In the instant motion, defendants Winter and Fishman seek leave to file a third party complaint against plaintiff’s lawyers and agents who represented her in her transactions with FSLA and the other defendants. Dkt. 125. The Third Party Complaint contends that these lawyers and agents (“the Third Party defendants”) deceived plaintiff and made false representations to Winter and Fishman in connection with the Second Addendum. As such, the Third Party Complaint seeks to hold the Third Party defendants partially or wholly liable for plaintiff’s fraud claims against Winter and Fishman. On June 20, 2016, plaintiff filed an opposition to this motion, Dkt. 126, and on June 27, 2016, Winter and Fishman filed a reply, Dkt. 127. Having carefully considered the parties’ arguments, the Court finds and concludes as follows.

         II. LEGAL STANDARD

         Federal Rule of Civil Procedure 14 provides that “[a] defending party may, as third-party plaintiff, serve a summons and complaint on a nonparty who is or may be liable to it for all or part of the claim against it.” Fed.R.Civ.P. 14(a)(1). “The decision whether to implead a third party defendant is within the sound discretion of the district court.” Southwest Administrators, Inc. v. Rozay's Transfer, 791 F.2d 769, 777 (9th Cir. 1986). Courts consider the following factors when ruling on a motion for leave to file a Third Party Complaint: (a) prejudice to the original plaintiff; (b) complication of issues at trial; (c) likelihood of trial delay; and (d) timeliness of the motion to implead. Green Valley Corp. v. Caldo Oil Co., 2011 WL 1465883, at *8 (N.D. Cal. Apr.18, 2011) (citations omitted).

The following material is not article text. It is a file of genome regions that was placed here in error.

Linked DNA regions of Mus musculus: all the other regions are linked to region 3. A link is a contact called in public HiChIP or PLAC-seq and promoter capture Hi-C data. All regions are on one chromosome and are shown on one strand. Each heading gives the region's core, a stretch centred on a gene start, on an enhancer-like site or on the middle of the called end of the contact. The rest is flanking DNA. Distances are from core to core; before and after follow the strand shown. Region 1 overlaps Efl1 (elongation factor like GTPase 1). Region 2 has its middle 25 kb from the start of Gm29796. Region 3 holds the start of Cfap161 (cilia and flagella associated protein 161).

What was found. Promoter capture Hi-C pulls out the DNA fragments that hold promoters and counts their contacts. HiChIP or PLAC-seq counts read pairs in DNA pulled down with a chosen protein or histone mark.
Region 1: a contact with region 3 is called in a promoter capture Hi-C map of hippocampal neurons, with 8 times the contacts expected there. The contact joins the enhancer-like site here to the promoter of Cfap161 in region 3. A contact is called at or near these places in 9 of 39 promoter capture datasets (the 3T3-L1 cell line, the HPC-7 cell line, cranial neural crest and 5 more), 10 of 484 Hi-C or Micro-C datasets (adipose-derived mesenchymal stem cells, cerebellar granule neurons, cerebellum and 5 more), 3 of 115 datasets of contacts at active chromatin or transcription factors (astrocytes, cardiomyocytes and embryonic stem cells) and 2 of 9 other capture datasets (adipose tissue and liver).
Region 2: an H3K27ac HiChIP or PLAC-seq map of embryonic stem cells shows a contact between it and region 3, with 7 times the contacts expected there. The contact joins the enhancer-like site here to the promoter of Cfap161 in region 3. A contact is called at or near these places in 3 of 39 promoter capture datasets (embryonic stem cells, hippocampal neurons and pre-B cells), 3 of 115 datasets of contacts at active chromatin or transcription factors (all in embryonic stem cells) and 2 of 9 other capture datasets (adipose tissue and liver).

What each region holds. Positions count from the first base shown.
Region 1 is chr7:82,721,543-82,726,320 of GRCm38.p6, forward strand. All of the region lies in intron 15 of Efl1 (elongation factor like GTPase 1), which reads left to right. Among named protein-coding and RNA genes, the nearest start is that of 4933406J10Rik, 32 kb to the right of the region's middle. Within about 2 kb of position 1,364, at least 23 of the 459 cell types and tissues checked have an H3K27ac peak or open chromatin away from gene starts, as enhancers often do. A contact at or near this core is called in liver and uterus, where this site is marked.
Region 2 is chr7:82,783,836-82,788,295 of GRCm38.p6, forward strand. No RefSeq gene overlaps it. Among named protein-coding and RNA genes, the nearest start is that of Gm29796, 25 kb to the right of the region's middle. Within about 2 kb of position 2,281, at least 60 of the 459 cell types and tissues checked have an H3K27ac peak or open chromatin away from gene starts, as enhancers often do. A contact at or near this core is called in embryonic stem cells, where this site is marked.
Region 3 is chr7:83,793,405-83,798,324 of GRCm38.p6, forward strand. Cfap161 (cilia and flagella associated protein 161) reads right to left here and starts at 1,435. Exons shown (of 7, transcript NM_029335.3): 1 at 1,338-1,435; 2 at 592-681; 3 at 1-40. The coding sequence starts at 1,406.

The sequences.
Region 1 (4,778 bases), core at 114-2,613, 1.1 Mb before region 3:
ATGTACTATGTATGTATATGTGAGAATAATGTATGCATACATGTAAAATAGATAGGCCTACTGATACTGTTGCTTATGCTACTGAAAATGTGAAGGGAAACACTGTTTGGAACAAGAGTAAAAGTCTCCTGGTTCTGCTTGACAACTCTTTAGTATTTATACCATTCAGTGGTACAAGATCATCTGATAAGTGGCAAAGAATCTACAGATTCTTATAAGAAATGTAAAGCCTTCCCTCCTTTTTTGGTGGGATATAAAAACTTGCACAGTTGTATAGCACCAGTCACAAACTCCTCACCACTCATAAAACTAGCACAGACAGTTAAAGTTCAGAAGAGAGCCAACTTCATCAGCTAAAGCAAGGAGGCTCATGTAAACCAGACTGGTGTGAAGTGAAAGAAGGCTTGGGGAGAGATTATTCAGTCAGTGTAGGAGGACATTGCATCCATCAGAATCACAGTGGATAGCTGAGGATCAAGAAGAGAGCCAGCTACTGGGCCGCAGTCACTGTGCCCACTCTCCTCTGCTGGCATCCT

III. ANALYSIS

         Defendants Winter and Fishman seek leave to file a third party complaint against Third Party defendants Eui Gwan Oh, Jin Young Lee, Sang Sook Lee, and Shannon Yang. Winter and Fishman contend that these Third Party defendants are responsible for all or part of plaintiff’s promissory fraud claim against them. Nonetheless, the Court finds that the factors court’s consider in ruling on a motion for leave to file a third party complaint do not support granting the instant motion.